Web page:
Credit hours:
2.50

Course Summary

For teenagers who have been living in foster care, the transition to adulthood presents many new and often daunting experiences. This course provides foster parents with guidance on how to help youth and emerging adults build a foundation for a successful transition to adult life outside of foster care.

In this course, you can expect to learn:

  • Unique challenges youth face when exiting foster care
  • Adolescent development and changes in the brain
  • Laws and programs to support transitioning youth
  • The critical role of foster parents
  • Tools to empower foster youth to prepare for the transition to adulthood

Step 1

Read this FosterClub Real Story written by Shawn Denise Semelsberger. She provides youth perspective about aging out of foster care unprepared.

Step 2

FosterClub recommends foster youth do 21 things before they transition out of care to make sure they have a successful journey to independence. Read FosterClub's "it's T time" to become familiar with steps foster youth should take before they leave foster care.

Step 3

Read this FosterClub Real Story written by Ricky Ballesteros, he provides valuable youth perspective about why transition planning is important.

Step 4

Review "Helping Youth Transition to Adulthood: Guidance for Foster Parents", developed by the Child Welfare Information Gateway.

Step 5

Join the discussion in the comments below to answer the following question:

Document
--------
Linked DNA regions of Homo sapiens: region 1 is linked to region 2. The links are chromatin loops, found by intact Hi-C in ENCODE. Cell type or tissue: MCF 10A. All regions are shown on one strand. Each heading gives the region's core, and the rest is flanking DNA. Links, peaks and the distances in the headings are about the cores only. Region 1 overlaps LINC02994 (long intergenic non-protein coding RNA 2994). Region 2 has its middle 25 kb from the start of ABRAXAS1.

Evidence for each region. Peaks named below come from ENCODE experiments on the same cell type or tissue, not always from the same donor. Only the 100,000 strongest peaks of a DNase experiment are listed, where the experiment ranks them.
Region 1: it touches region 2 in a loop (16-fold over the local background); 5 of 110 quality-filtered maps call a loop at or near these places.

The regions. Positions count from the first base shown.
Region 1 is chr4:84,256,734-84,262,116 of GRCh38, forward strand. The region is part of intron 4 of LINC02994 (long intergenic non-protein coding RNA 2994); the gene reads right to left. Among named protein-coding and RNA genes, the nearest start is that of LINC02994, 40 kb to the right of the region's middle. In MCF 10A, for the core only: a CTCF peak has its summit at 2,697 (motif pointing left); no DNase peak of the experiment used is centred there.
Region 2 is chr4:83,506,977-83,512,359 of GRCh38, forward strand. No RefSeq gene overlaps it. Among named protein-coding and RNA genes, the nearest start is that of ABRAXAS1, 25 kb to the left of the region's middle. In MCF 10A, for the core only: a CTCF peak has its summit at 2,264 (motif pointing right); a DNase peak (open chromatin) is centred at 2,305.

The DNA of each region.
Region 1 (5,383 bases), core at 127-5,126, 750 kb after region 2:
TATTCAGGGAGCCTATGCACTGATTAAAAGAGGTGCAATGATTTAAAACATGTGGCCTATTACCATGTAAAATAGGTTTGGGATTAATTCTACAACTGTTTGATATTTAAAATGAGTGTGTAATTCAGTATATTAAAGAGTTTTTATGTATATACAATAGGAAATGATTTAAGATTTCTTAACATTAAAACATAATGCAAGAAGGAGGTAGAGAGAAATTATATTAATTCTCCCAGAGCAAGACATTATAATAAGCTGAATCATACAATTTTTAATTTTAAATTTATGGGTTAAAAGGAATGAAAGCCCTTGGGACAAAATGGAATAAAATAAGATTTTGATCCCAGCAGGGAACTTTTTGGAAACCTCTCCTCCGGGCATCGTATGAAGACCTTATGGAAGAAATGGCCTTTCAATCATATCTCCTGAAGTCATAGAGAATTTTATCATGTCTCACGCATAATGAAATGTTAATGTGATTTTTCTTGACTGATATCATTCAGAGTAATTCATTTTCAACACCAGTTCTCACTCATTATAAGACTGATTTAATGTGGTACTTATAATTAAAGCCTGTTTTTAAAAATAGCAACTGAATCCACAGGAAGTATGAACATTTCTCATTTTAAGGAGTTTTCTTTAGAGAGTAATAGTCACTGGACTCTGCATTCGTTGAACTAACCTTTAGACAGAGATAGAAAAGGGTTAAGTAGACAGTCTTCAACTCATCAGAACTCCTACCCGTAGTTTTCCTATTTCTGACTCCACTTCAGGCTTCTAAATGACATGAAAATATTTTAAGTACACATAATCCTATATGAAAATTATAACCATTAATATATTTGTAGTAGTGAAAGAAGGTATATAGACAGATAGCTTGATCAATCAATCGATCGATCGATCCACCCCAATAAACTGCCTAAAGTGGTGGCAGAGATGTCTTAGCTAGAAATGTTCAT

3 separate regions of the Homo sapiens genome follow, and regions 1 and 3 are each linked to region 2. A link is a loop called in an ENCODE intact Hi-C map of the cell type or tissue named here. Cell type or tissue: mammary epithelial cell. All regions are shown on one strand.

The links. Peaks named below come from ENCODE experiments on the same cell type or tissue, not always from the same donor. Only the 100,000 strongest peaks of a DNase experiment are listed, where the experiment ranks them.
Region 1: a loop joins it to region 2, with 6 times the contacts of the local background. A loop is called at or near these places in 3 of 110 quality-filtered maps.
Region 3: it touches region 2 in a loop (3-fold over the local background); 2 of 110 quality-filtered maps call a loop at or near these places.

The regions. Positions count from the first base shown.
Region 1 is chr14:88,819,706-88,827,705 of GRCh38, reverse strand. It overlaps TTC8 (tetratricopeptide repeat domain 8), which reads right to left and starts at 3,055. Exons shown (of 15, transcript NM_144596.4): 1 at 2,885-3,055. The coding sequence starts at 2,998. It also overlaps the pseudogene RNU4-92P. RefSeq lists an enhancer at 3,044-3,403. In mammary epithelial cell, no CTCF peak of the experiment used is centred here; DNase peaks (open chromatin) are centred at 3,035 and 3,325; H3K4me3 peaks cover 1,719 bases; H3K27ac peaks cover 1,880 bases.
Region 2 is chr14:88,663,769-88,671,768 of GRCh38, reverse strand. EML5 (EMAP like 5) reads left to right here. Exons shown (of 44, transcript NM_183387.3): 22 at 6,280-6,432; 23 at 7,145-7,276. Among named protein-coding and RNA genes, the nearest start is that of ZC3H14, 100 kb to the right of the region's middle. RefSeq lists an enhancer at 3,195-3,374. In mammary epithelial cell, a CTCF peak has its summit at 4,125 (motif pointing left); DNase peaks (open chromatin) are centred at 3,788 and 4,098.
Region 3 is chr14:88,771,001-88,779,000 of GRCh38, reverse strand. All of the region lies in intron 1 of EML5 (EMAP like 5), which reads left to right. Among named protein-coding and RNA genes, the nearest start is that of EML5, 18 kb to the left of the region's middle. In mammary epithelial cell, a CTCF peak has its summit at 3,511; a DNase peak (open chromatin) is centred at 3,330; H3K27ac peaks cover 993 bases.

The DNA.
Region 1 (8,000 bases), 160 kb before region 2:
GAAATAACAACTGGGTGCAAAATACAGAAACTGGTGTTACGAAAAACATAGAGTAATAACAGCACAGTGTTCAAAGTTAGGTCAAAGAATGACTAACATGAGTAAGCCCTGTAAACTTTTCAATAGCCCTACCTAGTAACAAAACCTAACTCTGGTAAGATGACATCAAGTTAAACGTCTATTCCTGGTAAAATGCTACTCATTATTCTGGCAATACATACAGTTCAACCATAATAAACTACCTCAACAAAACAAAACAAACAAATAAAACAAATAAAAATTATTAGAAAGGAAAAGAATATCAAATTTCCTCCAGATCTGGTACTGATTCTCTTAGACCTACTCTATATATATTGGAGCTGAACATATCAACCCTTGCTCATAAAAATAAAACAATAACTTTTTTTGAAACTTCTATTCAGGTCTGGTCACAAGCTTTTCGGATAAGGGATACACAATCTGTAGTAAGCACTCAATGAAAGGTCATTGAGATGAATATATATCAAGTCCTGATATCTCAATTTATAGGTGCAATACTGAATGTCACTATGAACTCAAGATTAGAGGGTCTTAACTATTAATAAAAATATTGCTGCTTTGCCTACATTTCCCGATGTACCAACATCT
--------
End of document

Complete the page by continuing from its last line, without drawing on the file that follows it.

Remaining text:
When do you think a young person should begin their transition plan?

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Course Discussion

sarahhmiller1970@gmail.com's picture

sarahhmiller197... said:

Foster kids (all kids really) should begin learning transition type skills as they approach the end of their high school - so I guess around age 16 or so.
wrmiller13@gmail.com's picture

wrmiller13@gmail.com said:

In my opinion - the transition plan should begin at about age 16 - and ramp up as a foster child moves closer to age 18 / high school graduation. Waiting too long means trying to teach and learn too many things and skills too quickly. Some things will always be lost / set aside at that point.
latoyals's picture

latoyals said:

I believe they should start their transition plan at 16years
Hannaht1's picture

Hannaht1 said:

I belive that preparing for transition should begin at like age 14, that's 8th or 9th grade. Have them make the shopping list for the household sometimes or help them open a checking account show them how to balance a check book, things like that.
Charetta's picture

Charetta said:

Making sure that child is perpaired for transition with showing them how to take care of themselves with everyday skills.
annalecomte's picture

annalecomte said:

Transitioning planning should begin when a youth enters high school. They can slowly practice things like filling out paperwork with guidance so that things like that aren't foreign to them by the time they age out. These are things that bio kids should do as well, but kids in foster care often need more support due to not having positive adult role models for part of their lives.
kateem02's picture

kateem02 said:

Transition planning should begin when the child is either 14 or in the ninth grade (whichever comes first) , since the classes, career and life preparation courses taken at this time influence the youth's ability to attend college.
roberta838's picture

roberta838 said:

Where is the certificate for taking the course
roberta838's picture

roberta838 said:

I think a person should start their transition process as early as the beginning of the 12th grade. Start researching areas of interest. This would be an excellent way to start off their lives. They should seek out avenues of support before and after high school.
Glory141727's picture

Glory141727 said:

Earlier adolescence